Addressing COVID-19 vaccine hesitancy for parents and caregivers
While vaccines have been proven to be highly effective in preventing COVID-19 infections and severe illness, the goal of achieving herd immunity remains unattainable without vaccinating children. Due to the prevalence of misinformation on the internet, Lauren Arrigoni, DNP, and Claire Boogaard, M.D., M.P.H., at Children’s National Hospital led a study, published in the Journal of Pediatric Health Care, that addresses parental hesitancy about giving their children COVID-19 vaccines. They found that a one-hour webinar delivered as a digital intervention can reduce parental COVID-19 vaccine hesitancy and parental uncertainty regarding vaccine information.
The big picture
The study used a pretest-posttest design with an adapted version of the Parental Attitudes about Childhood Vaccine (PACV) survey for COVID-19 vaccines. The webinar was streamed live and later posted to YouTube with survey QR codes and pre-survey and post-survey links in the video description. PACV data from the recorded webinar were collected over 4 weeks after the original webinar date. According to Dr. Arrigoni, the webinar itself was a collaborative work of a nurse and physicians to help provide scientific-based evidence for the general population of parents and caregivers. This project’s results have important implications for practice, as the researchers suggest that educational strategies have the potential to improve vaccination rates by increasing parental confidence in the COVID-19 vaccine. Using the webinar as a digital education strategy, the researchers also designed a dedicated section to empower parents to have conversations with their peers who may be hesitant about vaccines, even if they lack a medical background.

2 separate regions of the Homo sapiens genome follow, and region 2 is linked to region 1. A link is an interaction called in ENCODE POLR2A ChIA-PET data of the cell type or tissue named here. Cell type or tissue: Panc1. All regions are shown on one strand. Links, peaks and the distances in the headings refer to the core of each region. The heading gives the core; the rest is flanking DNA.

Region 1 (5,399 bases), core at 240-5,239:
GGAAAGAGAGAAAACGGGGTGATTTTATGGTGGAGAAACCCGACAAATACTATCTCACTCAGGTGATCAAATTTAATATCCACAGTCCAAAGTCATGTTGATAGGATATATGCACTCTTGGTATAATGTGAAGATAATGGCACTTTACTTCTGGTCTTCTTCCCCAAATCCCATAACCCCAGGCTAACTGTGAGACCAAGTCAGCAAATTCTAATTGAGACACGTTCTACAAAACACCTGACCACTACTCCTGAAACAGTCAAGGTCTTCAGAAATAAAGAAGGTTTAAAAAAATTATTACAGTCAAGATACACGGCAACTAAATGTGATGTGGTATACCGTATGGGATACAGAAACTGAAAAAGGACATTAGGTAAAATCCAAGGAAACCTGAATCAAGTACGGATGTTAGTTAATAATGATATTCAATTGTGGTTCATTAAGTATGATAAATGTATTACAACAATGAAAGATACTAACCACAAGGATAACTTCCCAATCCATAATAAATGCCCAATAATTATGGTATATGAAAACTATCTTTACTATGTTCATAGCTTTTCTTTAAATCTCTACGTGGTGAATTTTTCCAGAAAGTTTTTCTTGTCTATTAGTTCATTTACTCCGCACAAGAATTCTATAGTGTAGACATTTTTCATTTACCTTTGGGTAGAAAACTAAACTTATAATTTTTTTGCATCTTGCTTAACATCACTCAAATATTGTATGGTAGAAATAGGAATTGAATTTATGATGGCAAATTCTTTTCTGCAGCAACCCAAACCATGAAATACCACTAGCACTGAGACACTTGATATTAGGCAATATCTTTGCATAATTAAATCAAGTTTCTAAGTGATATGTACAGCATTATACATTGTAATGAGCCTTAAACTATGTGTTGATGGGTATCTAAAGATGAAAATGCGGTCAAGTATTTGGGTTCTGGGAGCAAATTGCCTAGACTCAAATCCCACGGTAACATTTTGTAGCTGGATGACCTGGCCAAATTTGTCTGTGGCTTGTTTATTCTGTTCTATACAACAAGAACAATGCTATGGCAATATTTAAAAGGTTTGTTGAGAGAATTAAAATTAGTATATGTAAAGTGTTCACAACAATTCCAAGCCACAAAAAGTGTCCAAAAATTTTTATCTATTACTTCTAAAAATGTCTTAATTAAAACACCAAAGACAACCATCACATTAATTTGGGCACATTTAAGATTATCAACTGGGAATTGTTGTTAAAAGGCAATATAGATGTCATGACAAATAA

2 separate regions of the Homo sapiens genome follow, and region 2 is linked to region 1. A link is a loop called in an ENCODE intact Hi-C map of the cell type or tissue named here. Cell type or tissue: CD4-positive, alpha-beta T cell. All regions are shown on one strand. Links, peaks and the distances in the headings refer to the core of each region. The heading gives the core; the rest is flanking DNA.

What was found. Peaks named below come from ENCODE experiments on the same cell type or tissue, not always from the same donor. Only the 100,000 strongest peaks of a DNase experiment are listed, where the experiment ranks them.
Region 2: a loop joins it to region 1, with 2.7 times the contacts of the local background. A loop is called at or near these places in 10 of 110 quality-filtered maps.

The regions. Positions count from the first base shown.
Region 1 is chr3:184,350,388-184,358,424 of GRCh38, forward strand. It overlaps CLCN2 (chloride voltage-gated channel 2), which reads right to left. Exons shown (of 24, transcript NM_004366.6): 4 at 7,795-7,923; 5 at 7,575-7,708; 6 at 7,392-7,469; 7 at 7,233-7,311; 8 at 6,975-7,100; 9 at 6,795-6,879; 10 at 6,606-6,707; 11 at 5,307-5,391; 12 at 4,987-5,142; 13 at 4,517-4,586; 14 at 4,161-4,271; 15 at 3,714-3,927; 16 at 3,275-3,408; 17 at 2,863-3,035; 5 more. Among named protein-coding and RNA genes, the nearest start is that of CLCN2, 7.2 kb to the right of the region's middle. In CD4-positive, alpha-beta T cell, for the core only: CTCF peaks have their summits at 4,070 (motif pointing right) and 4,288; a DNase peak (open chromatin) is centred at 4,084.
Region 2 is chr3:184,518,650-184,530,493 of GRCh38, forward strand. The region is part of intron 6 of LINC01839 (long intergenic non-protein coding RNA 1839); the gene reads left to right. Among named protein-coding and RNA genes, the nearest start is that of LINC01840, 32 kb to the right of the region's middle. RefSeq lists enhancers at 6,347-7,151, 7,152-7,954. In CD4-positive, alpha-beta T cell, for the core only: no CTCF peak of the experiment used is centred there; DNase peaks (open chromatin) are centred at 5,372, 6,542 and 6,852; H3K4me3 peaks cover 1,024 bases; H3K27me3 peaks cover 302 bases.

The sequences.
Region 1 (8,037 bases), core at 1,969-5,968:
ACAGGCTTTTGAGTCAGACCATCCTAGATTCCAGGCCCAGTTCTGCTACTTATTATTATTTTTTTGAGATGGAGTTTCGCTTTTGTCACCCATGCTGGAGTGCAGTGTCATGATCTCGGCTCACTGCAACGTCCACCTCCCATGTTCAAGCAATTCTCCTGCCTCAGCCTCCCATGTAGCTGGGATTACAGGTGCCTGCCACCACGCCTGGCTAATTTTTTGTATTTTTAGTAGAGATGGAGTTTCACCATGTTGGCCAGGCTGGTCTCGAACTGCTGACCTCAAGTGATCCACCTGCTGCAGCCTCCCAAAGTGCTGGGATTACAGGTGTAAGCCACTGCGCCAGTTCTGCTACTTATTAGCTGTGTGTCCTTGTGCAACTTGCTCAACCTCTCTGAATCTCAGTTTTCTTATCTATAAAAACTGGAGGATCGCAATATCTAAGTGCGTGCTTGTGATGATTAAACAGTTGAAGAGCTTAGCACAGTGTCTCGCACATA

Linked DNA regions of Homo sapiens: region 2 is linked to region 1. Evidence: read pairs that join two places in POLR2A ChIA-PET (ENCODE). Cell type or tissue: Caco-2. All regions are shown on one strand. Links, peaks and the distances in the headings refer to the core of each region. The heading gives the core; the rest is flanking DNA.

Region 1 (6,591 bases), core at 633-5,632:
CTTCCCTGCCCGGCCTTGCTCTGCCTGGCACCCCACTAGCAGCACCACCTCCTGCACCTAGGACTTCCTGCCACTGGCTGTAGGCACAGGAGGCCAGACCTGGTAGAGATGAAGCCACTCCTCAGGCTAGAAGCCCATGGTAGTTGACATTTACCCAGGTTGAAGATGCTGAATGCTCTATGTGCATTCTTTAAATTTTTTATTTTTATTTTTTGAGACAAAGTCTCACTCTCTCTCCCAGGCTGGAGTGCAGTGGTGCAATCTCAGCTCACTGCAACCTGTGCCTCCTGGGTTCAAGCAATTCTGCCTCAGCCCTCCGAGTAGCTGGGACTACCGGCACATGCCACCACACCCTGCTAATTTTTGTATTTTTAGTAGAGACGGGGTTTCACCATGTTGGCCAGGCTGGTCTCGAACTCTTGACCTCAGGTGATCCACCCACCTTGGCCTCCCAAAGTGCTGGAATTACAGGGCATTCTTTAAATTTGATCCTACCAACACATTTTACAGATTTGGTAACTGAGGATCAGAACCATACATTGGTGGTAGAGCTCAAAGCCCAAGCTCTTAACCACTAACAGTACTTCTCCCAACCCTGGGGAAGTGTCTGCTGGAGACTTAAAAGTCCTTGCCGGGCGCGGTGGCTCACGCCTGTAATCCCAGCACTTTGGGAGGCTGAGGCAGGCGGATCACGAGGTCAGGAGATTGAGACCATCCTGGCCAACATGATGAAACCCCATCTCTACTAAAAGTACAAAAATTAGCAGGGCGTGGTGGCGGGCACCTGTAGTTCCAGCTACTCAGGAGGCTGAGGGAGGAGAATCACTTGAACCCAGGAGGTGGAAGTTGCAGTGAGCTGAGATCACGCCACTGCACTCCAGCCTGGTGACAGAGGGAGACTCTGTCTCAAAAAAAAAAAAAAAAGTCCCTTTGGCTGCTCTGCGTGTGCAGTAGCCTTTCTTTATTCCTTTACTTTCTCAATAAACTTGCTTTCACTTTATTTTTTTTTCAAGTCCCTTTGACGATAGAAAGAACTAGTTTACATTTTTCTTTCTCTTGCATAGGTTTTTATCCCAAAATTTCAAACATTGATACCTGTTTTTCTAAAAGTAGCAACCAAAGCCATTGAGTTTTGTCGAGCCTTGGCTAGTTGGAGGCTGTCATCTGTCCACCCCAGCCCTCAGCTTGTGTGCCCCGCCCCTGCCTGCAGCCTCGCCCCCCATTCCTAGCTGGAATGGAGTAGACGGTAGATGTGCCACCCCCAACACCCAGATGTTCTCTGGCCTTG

The patient benefit
While it was not possible to directly measure vaccination rates during this project due to time constraints, the researchers did find that parents who participated in the webinar felt more empowered and informed to make the decision to vaccinate their child. By addressing common parental concerns and providing accurate information, the webinar, as well as other types of digital interventions, could play a role in improving vaccination rates and ultimately contributing to truly ending the COVID-19 pandemic.
Why we’re excited
Overall, this study indicates that a webinar can effectively engage a large audience, educate them about vaccines and encourage conversations around vaccination.
“Vaccine hesitancy outreach can even begin before the vaccine is available,” says Dr. Arrigoni. “Applying these learned lessons can lead to more vaccinated individuals and would be an important step in battling parental vaccine hesitancy now and for future pandemics and viruses.”
You can read the full study, A Webinar to Improve Parental COVID-19 Vaccine Hesitancy, in the Journal of Pediatric Health Care.